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Delayed recovery of non-marine tetrapods after the end-Permian mass extinction tracks global carbon cycle.
Proc Biol Sci. 2012 Apr 07; 279(1732):1310-8.PB

Abstract

During the end-Permian mass extinction, marine ecosystems suffered a major drop in diversity, which was maintained throughout the Early Triassic until delayed recovery during the Middle Triassic. This depressed diversity in the Early Triassic correlates with multiple major perturbations to the global carbon cycle, interpreted as either intrinsic ecosystem or external palaeoenvironmental effects. In contrast, the terrestrial record of extinction and recovery is less clear; the effects and magnitude of the end-Permian extinction on non-marine vertebrates are particularly controversial. We use specimen-level data from southern Africa and Russia to investigate the palaeodiversity dynamics of non-marine tetrapods across the Permo-Triassic boundary by analysing sample-standardized generic richness, evenness and relative abundance. In addition, we investigate the potential effects of sampling, geological and taxonomic biases on these data. Our analyses demonstrate that non-marine tetrapods were severely affected by the end-Permian mass extinction, and that these assemblages did not begin to recover until the Middle Triassic. These data are congruent with those from land plants and marine invertebrates. Furthermore, they are consistent with the idea that unstable low-diversity post-extinction ecosystems were subject to boom-bust cycles, reflected in multiple Early Triassic perturbations of the carbon cycle.

Authors+Show Affiliations

Utah Museum of Natural History, 1390 E. Presidents Circle, Salt Lake City, UT 84112-0050, USA. irmis@umnh.utah.eduNo affiliation info available

Pub Type(s)

Historical Article
Journal Article
Research Support, Non-U.S. Gov't
Research Support, U.S. Gov't, Non-P.H.S.

Language

eng

PubMed ID

22031757

Citation

Irmis, Randall B., and Jessica H. Whiteside. "Delayed Recovery of Non-marine Tetrapods After the end-Permian Mass Extinction Tracks Global Carbon Cycle." Proceedings. Biological Sciences, vol. 279, no. 1732, 2012, pp. 1310-8.
Irmis RB, Whiteside JH. Delayed recovery of non-marine tetrapods after the end-Permian mass extinction tracks global carbon cycle. Proc Biol Sci. 2012;279(1732):1310-8.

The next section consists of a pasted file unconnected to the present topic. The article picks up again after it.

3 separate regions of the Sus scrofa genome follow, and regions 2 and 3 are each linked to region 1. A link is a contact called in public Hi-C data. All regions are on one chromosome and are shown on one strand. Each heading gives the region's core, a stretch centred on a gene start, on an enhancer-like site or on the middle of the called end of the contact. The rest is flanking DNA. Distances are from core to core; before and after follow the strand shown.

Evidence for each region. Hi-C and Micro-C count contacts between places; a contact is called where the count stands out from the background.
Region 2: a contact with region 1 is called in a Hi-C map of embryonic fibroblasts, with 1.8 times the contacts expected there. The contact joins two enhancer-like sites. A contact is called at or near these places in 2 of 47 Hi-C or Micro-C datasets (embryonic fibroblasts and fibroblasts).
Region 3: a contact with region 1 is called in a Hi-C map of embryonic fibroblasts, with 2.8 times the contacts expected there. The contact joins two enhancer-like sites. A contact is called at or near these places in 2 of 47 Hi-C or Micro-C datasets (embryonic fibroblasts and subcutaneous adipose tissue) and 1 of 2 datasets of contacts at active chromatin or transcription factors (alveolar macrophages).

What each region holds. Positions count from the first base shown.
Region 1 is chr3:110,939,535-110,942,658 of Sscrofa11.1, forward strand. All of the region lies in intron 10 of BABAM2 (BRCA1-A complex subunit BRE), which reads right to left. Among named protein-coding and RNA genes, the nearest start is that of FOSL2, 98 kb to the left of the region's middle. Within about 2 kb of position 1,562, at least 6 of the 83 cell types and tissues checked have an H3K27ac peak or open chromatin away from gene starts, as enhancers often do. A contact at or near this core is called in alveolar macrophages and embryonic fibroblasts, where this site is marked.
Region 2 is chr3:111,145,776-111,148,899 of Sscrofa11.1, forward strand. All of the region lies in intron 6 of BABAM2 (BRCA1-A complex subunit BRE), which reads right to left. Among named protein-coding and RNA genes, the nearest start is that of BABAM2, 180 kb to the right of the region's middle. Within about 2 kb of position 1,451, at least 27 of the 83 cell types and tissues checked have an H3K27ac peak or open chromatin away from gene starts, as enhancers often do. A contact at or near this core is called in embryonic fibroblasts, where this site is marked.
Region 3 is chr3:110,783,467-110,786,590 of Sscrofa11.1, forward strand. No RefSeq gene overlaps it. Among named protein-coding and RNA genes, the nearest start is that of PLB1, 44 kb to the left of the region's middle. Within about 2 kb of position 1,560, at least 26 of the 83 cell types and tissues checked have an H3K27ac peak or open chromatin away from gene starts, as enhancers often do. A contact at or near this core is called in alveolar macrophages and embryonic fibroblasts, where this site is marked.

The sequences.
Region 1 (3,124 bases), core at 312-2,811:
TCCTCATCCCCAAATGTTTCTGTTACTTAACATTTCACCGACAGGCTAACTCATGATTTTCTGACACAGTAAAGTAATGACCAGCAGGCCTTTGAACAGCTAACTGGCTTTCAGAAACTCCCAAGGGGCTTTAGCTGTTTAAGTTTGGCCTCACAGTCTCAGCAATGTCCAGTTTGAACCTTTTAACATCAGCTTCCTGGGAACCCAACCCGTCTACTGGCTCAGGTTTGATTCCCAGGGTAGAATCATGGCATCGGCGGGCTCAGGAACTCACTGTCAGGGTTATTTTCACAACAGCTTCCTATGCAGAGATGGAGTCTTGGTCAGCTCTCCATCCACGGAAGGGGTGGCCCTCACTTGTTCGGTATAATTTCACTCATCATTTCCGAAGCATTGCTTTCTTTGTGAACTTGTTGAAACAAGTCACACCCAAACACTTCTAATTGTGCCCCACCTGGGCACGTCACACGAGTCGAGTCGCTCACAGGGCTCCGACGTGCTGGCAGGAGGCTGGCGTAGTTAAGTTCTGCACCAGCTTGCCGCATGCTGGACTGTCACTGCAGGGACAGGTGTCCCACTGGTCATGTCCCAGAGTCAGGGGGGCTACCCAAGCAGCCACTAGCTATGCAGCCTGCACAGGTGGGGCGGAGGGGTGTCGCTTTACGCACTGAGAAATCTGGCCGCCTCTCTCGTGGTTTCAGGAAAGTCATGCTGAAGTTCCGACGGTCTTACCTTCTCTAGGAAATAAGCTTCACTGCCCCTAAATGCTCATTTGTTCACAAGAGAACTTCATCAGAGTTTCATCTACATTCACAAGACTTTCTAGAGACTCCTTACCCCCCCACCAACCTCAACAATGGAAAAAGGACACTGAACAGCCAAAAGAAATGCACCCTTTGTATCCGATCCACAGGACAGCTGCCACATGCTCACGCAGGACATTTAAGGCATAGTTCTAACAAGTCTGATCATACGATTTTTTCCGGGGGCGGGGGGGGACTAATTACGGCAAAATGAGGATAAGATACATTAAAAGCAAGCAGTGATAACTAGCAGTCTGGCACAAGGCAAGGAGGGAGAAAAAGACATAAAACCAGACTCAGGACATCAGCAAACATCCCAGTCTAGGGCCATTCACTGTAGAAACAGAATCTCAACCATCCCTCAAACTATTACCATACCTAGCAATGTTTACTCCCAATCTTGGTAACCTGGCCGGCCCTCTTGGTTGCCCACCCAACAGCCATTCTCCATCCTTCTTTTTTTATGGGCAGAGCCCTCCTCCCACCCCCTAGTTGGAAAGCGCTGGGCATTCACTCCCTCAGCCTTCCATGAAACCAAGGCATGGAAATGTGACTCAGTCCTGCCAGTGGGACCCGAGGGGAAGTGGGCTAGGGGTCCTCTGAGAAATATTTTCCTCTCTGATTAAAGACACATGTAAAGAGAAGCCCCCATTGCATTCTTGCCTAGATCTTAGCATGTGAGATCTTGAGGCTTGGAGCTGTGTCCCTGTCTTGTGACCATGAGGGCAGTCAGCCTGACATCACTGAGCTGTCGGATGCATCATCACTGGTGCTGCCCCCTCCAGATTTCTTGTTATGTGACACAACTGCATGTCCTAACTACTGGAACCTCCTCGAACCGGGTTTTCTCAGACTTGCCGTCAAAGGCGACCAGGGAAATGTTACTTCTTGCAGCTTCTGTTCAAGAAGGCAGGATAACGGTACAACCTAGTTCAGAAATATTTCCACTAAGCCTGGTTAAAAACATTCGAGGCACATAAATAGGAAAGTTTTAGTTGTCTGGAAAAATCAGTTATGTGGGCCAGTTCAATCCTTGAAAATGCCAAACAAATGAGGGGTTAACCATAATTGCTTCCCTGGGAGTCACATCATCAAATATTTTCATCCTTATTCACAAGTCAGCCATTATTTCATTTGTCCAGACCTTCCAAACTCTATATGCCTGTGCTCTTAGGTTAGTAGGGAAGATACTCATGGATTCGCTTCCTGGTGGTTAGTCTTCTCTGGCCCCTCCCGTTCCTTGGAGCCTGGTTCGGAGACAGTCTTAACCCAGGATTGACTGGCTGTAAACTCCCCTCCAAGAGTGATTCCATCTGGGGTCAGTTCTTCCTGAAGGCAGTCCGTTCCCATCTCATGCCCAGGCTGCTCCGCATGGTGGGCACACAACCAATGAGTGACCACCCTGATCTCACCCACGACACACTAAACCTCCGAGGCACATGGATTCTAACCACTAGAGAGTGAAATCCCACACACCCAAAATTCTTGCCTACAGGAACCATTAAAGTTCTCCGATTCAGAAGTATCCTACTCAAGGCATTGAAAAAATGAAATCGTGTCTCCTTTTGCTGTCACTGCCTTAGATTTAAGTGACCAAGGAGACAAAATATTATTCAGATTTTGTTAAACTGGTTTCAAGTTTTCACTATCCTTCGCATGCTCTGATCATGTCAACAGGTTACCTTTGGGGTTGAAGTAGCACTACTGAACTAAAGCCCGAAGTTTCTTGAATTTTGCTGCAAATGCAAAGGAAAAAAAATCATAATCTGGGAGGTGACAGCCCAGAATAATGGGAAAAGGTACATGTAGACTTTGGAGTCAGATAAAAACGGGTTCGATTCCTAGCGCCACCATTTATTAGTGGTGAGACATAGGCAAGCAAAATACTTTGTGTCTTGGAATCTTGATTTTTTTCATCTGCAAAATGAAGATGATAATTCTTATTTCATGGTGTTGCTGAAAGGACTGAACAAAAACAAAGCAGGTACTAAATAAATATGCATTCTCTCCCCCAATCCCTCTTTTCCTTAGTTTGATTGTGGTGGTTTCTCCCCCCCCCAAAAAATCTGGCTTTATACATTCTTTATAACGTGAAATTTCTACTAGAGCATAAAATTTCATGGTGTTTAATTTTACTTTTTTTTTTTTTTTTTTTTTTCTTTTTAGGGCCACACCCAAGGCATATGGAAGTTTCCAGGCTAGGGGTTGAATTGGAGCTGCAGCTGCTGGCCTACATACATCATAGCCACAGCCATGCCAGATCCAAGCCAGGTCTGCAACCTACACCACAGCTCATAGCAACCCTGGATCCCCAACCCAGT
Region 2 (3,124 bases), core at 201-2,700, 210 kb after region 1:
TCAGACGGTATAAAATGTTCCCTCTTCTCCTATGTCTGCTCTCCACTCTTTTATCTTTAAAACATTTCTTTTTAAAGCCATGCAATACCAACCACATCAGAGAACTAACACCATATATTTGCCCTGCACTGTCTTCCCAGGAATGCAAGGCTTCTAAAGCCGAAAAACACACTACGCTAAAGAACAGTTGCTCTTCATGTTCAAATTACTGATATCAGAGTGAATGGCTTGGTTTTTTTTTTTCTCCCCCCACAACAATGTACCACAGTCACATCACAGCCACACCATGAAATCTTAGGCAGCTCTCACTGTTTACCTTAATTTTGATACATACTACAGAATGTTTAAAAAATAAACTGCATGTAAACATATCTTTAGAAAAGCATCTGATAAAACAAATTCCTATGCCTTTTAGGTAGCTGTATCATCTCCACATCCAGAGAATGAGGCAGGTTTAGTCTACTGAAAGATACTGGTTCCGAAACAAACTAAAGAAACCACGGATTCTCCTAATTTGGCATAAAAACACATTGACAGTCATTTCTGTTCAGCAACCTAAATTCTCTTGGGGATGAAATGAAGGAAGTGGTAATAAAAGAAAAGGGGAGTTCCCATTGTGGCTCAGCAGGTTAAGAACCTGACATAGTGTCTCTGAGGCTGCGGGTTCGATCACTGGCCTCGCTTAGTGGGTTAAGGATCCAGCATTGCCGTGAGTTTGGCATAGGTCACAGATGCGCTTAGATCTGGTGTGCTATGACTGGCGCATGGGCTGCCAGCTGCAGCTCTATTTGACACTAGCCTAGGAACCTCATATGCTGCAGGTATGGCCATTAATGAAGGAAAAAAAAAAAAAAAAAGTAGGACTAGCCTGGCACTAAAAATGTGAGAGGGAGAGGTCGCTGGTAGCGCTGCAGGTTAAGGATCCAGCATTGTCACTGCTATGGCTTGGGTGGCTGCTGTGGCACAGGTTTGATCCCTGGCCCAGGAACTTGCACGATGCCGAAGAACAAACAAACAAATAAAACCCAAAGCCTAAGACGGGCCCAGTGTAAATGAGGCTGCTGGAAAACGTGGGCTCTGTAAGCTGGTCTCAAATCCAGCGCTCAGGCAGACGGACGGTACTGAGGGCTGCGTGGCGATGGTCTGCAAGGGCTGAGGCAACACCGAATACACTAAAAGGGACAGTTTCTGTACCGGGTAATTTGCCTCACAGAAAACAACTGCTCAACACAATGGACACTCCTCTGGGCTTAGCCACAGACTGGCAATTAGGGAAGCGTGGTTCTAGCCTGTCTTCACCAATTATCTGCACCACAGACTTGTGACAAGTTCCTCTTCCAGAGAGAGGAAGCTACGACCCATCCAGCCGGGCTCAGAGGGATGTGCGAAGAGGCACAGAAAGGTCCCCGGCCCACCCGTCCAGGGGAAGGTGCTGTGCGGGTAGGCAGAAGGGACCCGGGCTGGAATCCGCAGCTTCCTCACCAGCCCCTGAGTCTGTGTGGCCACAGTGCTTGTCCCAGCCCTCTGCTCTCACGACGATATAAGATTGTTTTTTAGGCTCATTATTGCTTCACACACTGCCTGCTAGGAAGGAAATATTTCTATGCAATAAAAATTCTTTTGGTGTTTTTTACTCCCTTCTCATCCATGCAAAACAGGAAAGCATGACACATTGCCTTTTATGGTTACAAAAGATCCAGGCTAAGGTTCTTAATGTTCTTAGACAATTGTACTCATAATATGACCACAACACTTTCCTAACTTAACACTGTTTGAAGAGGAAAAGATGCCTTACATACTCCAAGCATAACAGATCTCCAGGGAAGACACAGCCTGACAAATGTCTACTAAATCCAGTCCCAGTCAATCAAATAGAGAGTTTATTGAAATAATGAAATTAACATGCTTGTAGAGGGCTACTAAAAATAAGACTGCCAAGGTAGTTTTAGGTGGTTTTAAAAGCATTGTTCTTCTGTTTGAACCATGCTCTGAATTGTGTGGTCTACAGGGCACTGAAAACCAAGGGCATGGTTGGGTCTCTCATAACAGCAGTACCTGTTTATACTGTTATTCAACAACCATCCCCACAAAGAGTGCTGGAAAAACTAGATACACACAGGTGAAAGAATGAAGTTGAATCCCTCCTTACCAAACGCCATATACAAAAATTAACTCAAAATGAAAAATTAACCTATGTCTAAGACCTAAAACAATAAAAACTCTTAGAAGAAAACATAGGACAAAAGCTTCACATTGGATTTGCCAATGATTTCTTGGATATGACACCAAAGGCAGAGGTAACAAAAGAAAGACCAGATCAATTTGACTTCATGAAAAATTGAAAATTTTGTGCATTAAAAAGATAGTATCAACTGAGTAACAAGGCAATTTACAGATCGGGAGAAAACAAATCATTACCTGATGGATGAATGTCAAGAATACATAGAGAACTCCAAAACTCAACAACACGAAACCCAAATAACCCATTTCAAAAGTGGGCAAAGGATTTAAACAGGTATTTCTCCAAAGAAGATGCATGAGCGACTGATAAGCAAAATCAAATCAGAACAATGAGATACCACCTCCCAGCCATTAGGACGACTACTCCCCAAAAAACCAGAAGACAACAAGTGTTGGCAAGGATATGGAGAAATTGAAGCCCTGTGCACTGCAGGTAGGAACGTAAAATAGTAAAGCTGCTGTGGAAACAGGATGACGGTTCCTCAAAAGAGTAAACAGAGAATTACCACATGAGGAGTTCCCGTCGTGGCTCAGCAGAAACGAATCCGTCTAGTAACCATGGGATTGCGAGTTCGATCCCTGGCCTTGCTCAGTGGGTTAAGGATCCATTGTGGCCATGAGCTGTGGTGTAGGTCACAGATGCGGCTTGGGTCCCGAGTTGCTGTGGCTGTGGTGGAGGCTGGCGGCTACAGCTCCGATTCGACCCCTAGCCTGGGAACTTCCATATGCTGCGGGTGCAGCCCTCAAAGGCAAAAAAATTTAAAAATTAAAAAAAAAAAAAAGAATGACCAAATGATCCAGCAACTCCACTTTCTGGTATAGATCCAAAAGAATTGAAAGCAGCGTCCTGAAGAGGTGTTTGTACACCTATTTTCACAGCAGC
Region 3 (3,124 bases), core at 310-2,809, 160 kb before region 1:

Irmis, R. B., & Whiteside, J. H. (2012). Delayed recovery of non-marine tetrapods after the end-Permian mass extinction tracks global carbon cycle. Proceedings. Biological Sciences, 279(1732), 1310-8. https://doi.org/10.1098/rspb.2011.1895
Irmis RB, Whiteside JH. Delayed Recovery of Non-marine Tetrapods After the end-Permian Mass Extinction Tracks Global Carbon Cycle. Proc Biol Sci. 2012 Apr 7;279(1732):1310-8. PubMed PMID: 22031757.
* Article titles in AMA citation format should be in sentence-case
TY - JOUR T1 - Delayed recovery of non-marine tetrapods after the end-Permian mass extinction tracks global carbon cycle. AU - Irmis,Randall B, AU - Whiteside,Jessica H, Y1 - 2011/10/26/ PY - 2011/10/28/entrez PY - 2011/10/28/pubmed PY - 2012/7/11/medline SP - 1310 EP - 8 JF - Proceedings. Biological sciences JO - Proc. Biol. Sci. VL - 279 IS - 1732 N2 - During the end-Permian mass extinction, marine ecosystems suffered a major drop in diversity, which was maintained throughout the Early Triassic until delayed recovery during the Middle Triassic. This depressed diversity in the Early Triassic correlates with multiple major perturbations to the global carbon cycle, interpreted as either intrinsic ecosystem or external palaeoenvironmental effects. In contrast, the terrestrial record of extinction and recovery is less clear; the effects and magnitude of the end-Permian extinction on non-marine vertebrates are particularly controversial. We use specimen-level data from southern Africa and Russia to investigate the palaeodiversity dynamics of non-marine tetrapods across the Permo-Triassic boundary by analysing sample-standardized generic richness, evenness and relative abundance. In addition, we investigate the potential effects of sampling, geological and taxonomic biases on these data. Our analyses demonstrate that non-marine tetrapods were severely affected by the end-Permian mass extinction, and that these assemblages did not begin to recover until the Middle Triassic. These data are congruent with those from land plants and marine invertebrates. Furthermore, they are consistent with the idea that unstable low-diversity post-extinction ecosystems were subject to boom-bust cycles, reflected in multiple Early Triassic perturbations of the carbon cycle. SN - 1471-2954 UR - https://www.unboundmedicine.com/medline/citation/22031757/Delayed_recovery_of_non_marine_tetrapods_after_the_end_Permian_mass_extinction_tracks_global_carbon_cycle_ L2 - https://royalsocietypublishing.org/doi/full/10.1098/rspb.2011.1895?url_ver=Z39.88-2003&rfr_id=ori:rid:crossref.org&rfr_dat=cr_pub=pubmed DB - PRIME DP - Unbound Medicine ER -